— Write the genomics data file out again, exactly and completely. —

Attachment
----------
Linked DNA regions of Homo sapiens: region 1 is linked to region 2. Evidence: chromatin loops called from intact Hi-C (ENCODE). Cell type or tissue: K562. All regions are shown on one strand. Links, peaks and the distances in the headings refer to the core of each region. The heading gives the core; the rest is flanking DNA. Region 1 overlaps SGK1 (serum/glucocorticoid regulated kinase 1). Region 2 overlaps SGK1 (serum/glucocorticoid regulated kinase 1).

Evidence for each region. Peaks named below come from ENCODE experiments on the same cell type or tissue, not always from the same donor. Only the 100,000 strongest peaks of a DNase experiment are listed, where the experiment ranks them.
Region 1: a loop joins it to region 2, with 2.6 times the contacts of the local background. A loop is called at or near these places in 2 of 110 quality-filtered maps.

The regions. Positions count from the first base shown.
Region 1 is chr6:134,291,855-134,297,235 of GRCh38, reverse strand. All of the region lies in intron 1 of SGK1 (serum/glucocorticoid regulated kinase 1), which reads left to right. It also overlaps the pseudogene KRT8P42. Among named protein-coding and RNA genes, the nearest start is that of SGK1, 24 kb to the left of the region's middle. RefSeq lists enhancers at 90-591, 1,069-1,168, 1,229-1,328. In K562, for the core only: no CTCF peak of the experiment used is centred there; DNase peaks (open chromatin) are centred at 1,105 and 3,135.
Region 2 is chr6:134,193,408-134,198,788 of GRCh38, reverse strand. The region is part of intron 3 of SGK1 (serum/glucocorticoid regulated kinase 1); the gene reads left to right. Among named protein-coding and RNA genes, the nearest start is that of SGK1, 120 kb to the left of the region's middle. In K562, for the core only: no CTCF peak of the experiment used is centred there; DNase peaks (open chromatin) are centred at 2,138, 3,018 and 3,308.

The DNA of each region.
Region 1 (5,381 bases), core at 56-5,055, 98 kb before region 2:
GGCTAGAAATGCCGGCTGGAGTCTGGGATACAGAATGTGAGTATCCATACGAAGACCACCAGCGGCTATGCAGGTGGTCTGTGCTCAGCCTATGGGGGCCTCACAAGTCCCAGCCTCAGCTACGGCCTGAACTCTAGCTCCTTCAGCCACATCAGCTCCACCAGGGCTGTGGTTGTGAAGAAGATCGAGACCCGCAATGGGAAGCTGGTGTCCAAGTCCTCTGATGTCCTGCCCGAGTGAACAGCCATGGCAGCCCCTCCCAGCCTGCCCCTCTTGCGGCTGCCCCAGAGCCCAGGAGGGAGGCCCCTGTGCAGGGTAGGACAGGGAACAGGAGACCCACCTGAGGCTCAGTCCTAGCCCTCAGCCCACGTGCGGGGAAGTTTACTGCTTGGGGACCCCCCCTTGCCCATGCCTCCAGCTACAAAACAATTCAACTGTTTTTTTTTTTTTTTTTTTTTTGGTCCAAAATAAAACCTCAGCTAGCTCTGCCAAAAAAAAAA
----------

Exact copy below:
Linked DNA regions of Homo sapiens: region 1 is linked to region 2. Evidence: chromatin loops called from intact Hi-C (ENCODE). Cell type or tissue: K562. All regions are shown on one strand. Links, peaks and the distances in the headings refer to the core of each region. The heading gives the core; the rest is flanking DNA. Region 1 overlaps SGK1 (serum/glucocorticoid regulated kinase 1). Region 2 overlaps SGK1 (serum/glucocorticoid regulated kinase 1).

Evidence for each region. Peaks named below come from ENCODE experiments on the same cell type or tissue, not always from the same donor. Only the 100,000 strongest peaks of a DNase experiment are listed, where the experiment ranks them.
Region 1: a loop joins it to region 2, with 2.6 times the contacts of the local background. A loop is called at or near these places in 2 of 110 quality-filtered maps.

The regions. Positions count from the first base shown.
Region 1 is chr6:134,291,855-134,297,235 of GRCh38, reverse strand. All of the region lies in intron 1 of SGK1 (serum/glucocorticoid regulated kinase 1), which reads left to right. It also overlaps the pseudogene KRT8P42. Among named protein-coding and RNA genes, the nearest start is that of SGK1, 24 kb to the left of the region's middle. RefSeq lists enhancers at 90-591, 1,069-1,168, 1,229-1,328. In K562, for the core only: no CTCF peak of the experiment used is centred there; DNase peaks (open chromatin) are centred at 1,105 and 3,135.
Region 2 is chr6:134,193,408-134,198,788 of GRCh38, reverse strand. The region is part of intron 3 of SGK1 (serum/glucocorticoid regulated kinase 1); the gene reads left to right. Among named protein-coding and RNA genes, the nearest start is that of SGK1, 120 kb to the left of the region's middle. In K562, for the core only: no CTCF peak of the experiment used is centred there; DNase peaks (open chromatin) are centred at 2,138, 3,018 and 3,308.

The DNA of each region.
Region 1 (5,381 bases), core at 56-5,055, 98 kb before region 2:
GGCTAGAAATGCCGGCTGGAGTCTGGGATACAGAATGTGAGTATCCATACGAAGACCACCAGCGGCTATGCAGGTGGTCTGTGCTCAGCCTATGGGGGCCTCACAAGTCCCAGCCTCAGCTACGGCCTGAACTCTAGCTCCTTCAGCCACATCAGCTCCACCAGGGCTGTGGTTGTGAAGAAGATCGAGACCCGCAATGGGAAGCTGGTGTCCAAGTCCTCTGATGTCCTGCCCGAGTGAACAGCCATGGCAGCCCCTCCCAGCCTGCCCCTCTTGCGGCTGCCCCAGAGCCCAGGAGGGAGGCCCCTGTGCAGGGTAGGACAGGGAACAGGAGACCCACCTGAGGCTCAGTCCTAGCCCTCAGCCCACGTGCGGGGAAGTTTACTGCTTGGGGACCCCCCCTTGCCCATGCCTCCAGCTACAAAACAATTCAACTGTTTTTTTTTTTTTTTTTTTTTTGGTCCAAAATAAAACCTCAGCTAGCTCTGCCAAAAAAAAAA